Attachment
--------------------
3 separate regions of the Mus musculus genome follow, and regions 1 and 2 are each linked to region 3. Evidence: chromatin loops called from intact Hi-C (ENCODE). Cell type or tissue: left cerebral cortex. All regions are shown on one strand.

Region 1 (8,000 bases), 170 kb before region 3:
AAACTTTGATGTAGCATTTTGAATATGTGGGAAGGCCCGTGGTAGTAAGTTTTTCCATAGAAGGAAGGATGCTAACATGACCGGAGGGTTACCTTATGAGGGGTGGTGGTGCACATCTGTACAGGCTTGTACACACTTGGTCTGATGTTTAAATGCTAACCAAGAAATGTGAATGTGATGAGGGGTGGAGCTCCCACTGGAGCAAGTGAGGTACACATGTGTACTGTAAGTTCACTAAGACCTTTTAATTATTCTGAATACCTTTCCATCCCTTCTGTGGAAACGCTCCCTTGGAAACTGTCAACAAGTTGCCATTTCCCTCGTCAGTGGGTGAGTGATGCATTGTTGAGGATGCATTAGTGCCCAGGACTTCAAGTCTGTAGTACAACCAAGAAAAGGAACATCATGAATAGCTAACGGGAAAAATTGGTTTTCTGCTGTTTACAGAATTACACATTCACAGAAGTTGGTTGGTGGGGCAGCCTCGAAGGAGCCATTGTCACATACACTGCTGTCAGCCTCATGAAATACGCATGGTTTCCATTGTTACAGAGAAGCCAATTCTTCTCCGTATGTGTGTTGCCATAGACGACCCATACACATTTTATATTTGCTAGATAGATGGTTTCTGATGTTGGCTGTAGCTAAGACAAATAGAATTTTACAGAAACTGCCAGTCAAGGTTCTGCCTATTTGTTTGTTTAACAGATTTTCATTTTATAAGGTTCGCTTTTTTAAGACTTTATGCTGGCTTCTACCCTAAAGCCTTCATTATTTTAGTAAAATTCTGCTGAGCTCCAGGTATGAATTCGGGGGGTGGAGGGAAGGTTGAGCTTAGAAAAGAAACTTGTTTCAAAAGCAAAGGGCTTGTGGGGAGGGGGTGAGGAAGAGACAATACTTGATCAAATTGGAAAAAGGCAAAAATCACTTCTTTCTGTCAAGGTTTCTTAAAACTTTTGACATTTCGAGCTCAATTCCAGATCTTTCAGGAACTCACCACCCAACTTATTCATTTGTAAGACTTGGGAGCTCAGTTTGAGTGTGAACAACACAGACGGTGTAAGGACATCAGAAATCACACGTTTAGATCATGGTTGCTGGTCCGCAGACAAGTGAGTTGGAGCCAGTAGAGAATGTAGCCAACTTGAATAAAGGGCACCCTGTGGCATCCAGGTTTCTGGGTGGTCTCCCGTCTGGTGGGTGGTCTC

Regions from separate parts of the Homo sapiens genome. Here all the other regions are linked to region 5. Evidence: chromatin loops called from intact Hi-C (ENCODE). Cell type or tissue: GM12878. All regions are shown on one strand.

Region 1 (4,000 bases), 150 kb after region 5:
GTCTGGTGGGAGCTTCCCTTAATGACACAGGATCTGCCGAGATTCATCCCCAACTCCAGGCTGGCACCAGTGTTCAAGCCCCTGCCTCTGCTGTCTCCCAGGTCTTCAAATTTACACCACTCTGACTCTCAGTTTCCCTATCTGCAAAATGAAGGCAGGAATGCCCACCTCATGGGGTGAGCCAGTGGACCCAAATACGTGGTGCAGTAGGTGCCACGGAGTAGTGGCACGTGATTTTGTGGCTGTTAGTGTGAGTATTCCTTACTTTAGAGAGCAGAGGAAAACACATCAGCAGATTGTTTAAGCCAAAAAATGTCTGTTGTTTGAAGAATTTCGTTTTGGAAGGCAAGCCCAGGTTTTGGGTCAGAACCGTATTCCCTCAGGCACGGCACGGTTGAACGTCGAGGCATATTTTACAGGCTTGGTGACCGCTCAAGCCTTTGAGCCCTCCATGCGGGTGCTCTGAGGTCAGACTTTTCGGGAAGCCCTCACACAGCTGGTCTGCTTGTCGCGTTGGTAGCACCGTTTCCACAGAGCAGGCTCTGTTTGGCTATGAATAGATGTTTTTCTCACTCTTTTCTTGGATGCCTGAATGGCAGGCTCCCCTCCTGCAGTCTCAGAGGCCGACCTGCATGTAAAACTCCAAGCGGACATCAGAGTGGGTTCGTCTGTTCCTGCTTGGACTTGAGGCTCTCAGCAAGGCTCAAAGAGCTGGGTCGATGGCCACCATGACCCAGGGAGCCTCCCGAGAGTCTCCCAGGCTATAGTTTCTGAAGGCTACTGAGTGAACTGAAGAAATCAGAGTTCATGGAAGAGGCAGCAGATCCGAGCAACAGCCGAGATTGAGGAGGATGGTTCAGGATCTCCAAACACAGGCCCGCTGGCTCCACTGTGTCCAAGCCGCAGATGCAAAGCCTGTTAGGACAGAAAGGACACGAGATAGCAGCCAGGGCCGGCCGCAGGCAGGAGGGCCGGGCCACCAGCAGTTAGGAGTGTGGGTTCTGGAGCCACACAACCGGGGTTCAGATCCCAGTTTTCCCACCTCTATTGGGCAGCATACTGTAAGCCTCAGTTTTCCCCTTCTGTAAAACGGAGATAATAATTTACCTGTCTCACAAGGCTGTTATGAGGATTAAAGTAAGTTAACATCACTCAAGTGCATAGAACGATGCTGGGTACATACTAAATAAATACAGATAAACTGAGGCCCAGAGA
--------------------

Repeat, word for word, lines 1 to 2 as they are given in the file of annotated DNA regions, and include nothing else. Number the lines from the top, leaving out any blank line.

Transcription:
3 separate regions of the Mus musculus genome follow, and regions 1 and 2 are each linked to region 3. Evidence: chromatin loops called from intact Hi-C (ENCODE). Cell type or tissue: left cerebral cortex. All regions are shown on one strand.

Region 1 (8,000 bases), 170 kb before region 3: